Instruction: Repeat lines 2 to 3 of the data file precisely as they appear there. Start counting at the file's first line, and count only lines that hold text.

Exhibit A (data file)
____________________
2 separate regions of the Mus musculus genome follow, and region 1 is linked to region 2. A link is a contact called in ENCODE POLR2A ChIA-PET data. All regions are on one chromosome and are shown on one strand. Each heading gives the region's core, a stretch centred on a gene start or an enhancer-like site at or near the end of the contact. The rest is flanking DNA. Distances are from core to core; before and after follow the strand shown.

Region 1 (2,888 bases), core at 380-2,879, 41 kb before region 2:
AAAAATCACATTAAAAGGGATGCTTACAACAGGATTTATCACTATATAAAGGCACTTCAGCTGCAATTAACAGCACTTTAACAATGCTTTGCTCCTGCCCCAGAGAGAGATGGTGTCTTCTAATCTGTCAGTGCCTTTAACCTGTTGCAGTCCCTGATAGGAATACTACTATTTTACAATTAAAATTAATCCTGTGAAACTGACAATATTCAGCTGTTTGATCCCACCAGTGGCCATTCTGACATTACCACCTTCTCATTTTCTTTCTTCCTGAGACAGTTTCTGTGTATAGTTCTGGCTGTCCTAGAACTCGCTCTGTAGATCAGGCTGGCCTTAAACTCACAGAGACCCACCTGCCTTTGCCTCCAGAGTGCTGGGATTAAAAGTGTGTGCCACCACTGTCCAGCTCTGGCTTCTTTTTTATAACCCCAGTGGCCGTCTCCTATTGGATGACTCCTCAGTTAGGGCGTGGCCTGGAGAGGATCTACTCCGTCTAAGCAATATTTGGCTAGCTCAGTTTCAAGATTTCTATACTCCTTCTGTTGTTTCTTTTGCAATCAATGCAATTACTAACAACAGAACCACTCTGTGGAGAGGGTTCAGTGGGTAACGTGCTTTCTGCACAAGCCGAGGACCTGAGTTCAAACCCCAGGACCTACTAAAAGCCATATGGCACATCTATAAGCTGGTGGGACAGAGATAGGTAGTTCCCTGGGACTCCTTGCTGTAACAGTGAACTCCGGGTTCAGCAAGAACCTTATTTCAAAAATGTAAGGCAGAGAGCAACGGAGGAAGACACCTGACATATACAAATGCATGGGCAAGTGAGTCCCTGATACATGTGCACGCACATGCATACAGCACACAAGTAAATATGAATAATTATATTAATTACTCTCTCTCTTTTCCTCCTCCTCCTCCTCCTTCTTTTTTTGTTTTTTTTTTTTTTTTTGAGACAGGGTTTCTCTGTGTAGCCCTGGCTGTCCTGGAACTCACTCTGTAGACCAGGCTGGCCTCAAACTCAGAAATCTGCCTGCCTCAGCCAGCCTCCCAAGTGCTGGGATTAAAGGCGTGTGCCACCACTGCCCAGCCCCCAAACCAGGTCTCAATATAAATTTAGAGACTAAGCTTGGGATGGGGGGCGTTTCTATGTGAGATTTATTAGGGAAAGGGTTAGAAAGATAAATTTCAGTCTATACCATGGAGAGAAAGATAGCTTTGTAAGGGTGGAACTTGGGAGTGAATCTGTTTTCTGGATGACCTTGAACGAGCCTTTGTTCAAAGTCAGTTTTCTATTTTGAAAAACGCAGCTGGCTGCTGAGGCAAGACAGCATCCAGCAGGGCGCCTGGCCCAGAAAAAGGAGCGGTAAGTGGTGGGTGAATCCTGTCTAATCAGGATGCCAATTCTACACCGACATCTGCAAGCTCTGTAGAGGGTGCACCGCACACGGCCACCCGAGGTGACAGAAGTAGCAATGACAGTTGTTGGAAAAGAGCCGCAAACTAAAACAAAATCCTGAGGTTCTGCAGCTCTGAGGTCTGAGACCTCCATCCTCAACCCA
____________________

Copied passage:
Region 1 (2,888 bases), core at 380-2,879, 41 kb before region 2:
AAAAATCACATTAAAAGGGATGCTTACAACAGGATTTATCACTATATAAAGGCACTTCAGCTGCAATTAACAGCACTTTAACAATGCTTTGCTCCTGCCCCAGAGAGAGATGGTGTCTTCTAATCTGTCAGTGCCTTTAACCTGTTGCAGTCCCTGATAGGAATACTACTATTTTACAATTAAAATTAATCCTGTGAAACTGACAATATTCAGCTGTTTGATCCCACCAGTGGCCATTCTGACATTACCACCTTCTCATTTTCTTTCTTCCTGAGACAGTTTCTGTGTATAGTTCTGGCTGTCCTAGAACTCGCTCTGTAGATCAGGCTGGCCTTAAACTCACAGAGACCCACCTGCCTTTGCCTCCAGAGTGCTGGGATTAAAAGTGTGTGCCACCACTGTCCAGCTCTGGCTTCTTTTTTATAACCCCAGTGGCCGTCTCCTATTGGATGACTCCTCAGTTAGGGCGTGGCCTGGAGAGGATCTACTCCGTCTAAGCAATATTTGGCTAGCTCAGTTTCAAGATTTCTATACTCCTTCTGTTGTTTCTTTTGCAATCAATGCAATTACTAACAACAGAACCACTCTGTGGAGAGGGTTCAGTGGGTAACGTGCTTTCTGCACAAGCCGAGGACCTGAGTTCAAACCCCAGGACCTACTAAAAGCCATATGGCACATCTATAAGCTGGTGGGACAGAGATAGGTAGTTCCCTGGGACTCCTTGCTGTAACAGTGAACTCCGGGTTCAGCAAGAACCTTATTTCAAAAATGTAAGGCAGAGAGCAACGGAGGAAGACACCTGACATATACAAATGCATGGGCAAGTGAGTCCCTGATACATGTGCACGCACATGCATACAGCACACAAGTAAATATGAATAATTATATTAATTACTCTCTCTCTTTTCCTCCTCCTCCTCCTCCTTCTTTTTTTGTTTTTTTTTTTTTTTTTGAGACAGGGTTTCTCTGTGTAGCCCTGGCTGTCCTGGAACTCACTCTGTAGACCAGGCTGGCCTCAAACTCAGAAATCTGCCTGCCTCAGCCAGCCTCCCAAGTGCTGGGATTAAAGGCGTGTGCCACCACTGCCCAGCCCCCAAACCAGGTCTCAATATAAATTTAGAGACTAAGCTTGGGATGGGGGGCGTTTCTATGTGAGATTTATTAGGGAAAGGGTTAGAAAGATAAATTTCAGTCTATACCATGGAGAGAAAGATAGCTTTGTAAGGGTGGAACTTGGGAGTGAATCTGTTTTCTGGATGACCTTGAACGAGCCTTTGTTCAAAGTCAGTTTTCTATTTTGAAAAACGCAGCTGGCTGCTGAGGCAAGACAGCATCCAGCAGGGCGCCTGGCCCAGAAAAAGGAGCGGTAAGTGGTGGGTGAATCCTGTCTAATCAGGATGCCAATTCTACACCGACATCTGCAAGCTCTGTAGAGGGTGCACCGCACACGGCCACCCGAGGTGACAGAAGTAGCAATGACAGTTGTTGGAAAAGAGCCGCAAACTAAAACAAAATCCTGAGGTTCTGCAGCTCTGAGGTCTGAGACCTCCATCCTCAACCCA